She went from her little school in Enugu, to greatness.
It all began when she was in Primary Six in Enugu, and officials from the Shehu Musa Yar'adua came calling.
“My school was one of the schools they came to and I was lucky to have been chosen for the exams,” Ms. Onuigbo recalled.
“So, I went for the exams, the first one was a written exam, the second one was an oral interview. I was lucky to emerge as one of the winners of the scholarship from my state. That was how I won my first scholarship to secondary school.”
And so, her journey began to the moment she'd have to make history at the American University, Yola. She bagged a scholarship to the American University. And as everyone celebrated her that night, even with six awards, she admitted that the journey wasn't always easy. The culture shock of leaving the East to the North.
She told Premium Times:
“The first challenge was language barrier.
Prior to coming here, it was only English and Igbo that I normally hear, but I came here and almost everyone was speaking Hausa, so I heard to adapt to hearing people speak Hausa, and I eventually learnt how to speak Hausa.
“Another thing was the journey; the road trip was always very stressful but then it was always worth it coming back to school.
“For academic challenges… I had great teachers in my secondary school. Whenever I needed help, I always asked for one and they were always willing to help, so it made it very easy to excel academically. I didn’t have much problem academically.”
When the American University was founded in 2003, a Honors Society was created, strictly for the most outstanding students.
“Being a member (of the Honors Society), the minimum CGPA to be a member is 3.5. So, if you want to maintain your membership, you have to work hard to at least be above that 3.5. So, it helped me to keep my grades in check,” Ms. Onuigbo said.
“Also, the scholarship programme that we do, we organize jazz nights, we sell tickets and then the money we get from the ticket sales we use it go give scholarships to primary school children. So, it really helped me build my community service skills. I served as secretary.”
“I would say that I was lucky to have chosen something that I enjoy doing.
Because you know, one thing is that no matter what studying is actually hard. What makes it easier is if you are enjoying, then you feel the pain less. So, I enjoyed what I read, and I love learning, learning new things. Every day I learn a new thing. That was what helped me.”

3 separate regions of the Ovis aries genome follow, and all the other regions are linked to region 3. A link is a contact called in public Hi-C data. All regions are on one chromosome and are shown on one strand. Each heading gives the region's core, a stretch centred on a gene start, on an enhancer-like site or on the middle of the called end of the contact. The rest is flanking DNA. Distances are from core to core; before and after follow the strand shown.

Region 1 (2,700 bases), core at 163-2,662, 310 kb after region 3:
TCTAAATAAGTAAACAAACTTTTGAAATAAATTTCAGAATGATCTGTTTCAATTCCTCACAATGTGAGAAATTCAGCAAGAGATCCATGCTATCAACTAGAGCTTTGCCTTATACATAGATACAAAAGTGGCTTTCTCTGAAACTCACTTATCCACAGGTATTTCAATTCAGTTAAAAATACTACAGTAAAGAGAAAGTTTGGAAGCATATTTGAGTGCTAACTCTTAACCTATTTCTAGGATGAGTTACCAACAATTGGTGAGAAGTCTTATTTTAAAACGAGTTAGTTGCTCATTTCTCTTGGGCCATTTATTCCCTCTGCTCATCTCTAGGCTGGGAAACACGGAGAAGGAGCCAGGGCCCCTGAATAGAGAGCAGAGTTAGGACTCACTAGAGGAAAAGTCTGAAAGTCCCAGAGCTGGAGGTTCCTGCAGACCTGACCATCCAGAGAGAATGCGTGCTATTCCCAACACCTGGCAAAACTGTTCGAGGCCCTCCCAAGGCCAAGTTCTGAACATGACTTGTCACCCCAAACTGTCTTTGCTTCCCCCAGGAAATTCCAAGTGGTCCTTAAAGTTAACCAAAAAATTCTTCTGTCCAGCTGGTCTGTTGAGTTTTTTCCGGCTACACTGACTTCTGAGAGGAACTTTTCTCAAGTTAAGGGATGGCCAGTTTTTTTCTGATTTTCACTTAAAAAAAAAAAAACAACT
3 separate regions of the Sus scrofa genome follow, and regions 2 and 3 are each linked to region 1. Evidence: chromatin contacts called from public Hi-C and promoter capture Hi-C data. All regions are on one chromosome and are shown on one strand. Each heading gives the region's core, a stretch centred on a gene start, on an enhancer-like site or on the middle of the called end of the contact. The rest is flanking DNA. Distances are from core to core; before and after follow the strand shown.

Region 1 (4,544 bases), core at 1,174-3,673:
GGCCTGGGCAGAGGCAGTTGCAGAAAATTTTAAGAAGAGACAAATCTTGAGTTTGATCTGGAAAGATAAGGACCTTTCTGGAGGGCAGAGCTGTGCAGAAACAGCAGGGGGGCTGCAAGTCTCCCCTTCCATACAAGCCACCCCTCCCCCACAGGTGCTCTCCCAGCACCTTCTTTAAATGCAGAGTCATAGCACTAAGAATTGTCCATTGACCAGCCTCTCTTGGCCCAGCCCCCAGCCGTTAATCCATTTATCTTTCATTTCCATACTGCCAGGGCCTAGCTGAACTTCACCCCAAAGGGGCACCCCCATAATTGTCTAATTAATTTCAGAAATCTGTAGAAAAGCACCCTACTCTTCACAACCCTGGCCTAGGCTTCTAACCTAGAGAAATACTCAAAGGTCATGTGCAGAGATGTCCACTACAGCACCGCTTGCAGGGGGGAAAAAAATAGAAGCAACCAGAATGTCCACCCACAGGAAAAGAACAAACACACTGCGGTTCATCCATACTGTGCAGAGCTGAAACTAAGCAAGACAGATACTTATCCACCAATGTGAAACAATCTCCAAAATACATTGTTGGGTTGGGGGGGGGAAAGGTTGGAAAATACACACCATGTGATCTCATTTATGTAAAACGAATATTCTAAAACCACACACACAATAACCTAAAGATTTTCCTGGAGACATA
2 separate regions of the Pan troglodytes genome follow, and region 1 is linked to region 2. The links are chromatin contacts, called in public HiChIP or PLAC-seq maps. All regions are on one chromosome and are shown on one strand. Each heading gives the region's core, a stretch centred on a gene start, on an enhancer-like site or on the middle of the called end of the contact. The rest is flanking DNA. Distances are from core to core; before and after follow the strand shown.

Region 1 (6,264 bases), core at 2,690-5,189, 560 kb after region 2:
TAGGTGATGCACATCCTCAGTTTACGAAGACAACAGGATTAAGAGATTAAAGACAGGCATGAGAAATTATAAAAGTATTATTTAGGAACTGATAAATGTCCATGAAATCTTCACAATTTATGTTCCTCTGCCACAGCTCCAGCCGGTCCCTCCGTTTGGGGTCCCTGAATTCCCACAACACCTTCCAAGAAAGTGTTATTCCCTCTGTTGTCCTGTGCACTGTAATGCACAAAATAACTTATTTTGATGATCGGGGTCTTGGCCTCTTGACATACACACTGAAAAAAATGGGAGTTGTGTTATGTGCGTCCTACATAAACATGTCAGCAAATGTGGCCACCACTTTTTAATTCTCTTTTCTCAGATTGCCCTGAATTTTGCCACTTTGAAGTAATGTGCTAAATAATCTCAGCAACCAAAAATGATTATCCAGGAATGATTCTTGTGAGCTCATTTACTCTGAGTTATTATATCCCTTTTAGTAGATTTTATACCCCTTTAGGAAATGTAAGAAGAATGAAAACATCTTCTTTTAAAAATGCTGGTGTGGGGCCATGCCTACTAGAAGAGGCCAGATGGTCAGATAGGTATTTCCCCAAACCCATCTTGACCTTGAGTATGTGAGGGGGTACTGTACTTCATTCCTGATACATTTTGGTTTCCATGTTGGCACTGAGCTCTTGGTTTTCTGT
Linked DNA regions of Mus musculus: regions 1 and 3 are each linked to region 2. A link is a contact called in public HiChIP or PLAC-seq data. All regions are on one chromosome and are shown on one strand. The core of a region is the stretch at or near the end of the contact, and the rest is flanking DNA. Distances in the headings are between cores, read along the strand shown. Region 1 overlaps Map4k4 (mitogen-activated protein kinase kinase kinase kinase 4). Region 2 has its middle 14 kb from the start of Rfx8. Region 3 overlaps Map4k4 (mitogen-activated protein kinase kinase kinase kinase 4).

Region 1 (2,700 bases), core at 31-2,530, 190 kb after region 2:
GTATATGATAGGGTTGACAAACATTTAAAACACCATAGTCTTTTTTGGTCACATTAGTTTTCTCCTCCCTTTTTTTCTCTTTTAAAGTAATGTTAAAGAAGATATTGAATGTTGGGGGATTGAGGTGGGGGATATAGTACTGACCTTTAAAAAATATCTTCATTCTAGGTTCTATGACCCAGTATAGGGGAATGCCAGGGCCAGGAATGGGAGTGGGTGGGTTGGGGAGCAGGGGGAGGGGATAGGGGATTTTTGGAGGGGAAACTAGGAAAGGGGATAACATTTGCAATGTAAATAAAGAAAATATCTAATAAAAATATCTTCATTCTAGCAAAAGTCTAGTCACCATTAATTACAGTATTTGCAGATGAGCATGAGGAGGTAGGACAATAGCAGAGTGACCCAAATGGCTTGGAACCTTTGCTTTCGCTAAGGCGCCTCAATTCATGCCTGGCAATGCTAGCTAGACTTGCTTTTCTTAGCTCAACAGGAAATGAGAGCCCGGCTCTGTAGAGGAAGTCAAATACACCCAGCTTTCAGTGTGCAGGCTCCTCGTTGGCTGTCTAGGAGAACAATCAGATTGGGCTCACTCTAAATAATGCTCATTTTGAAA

But Immaculata wasn't all work and know play. She had a reputation for her football.
“One major part of my life in campus is sports, I play volleyball and soccer."
“I believe that it’s good to keep both the intellectual part of you and the physical part of you intact. Sports always helped me to relieve stress, so that’s one of the best part of AUN. I use it to balance my academic life. My spiritual life, I’m a Catholic, I’m in the choir. Whenever I sing, I enjoy it. It makes me feel really good.”
In the end, she bagged the highest G.P.A in the school's history with a 3.98 (AUN uses the American Grading System with 4.0 being the highest possible CGPA.)
She said her ambition is to be a university professor.
“For a while, I wasn’t really sure of what I wanted to do after university but like I said before, Honours Society helps students that are academically challenged and all.
“I participated in the tutorial services and actually came to see that while I teach people, I actually learn more. It gives me a special kind of happiness when I know that someone knows something because I actually helped that person. I think that was when I started thinking of venturing into the education world.
“I also have wonderful professors. The female ones, they are really worth looking up to. I admire them and I think it’s something I can actually do and would love doing. I know the work is an everyday thing and you may tend to get tired of it, but because I will be learning every day by doing that, I think I will be okay being a professor at a university.”
When her mother spoke, she said:
“I thank God, I also thank the Yar’Adua Centre because without the Yar’Adua Centre, I don’t know whether such good will come across to me or reach me. The Foundation is the pillar of this little girl.”
“Because as from Primary Four, she used to write letters. If I am out now, she wants to tell me something, she will put it in writing, when I read it, I’ll just laugh and say ‘this girl has sharp brain.'”
Immaculata won the Afrinvest (West Africa) Award for Academic Excellence that includes a paid internship at any of the company’s subsidiaries.
We wish her all the very best.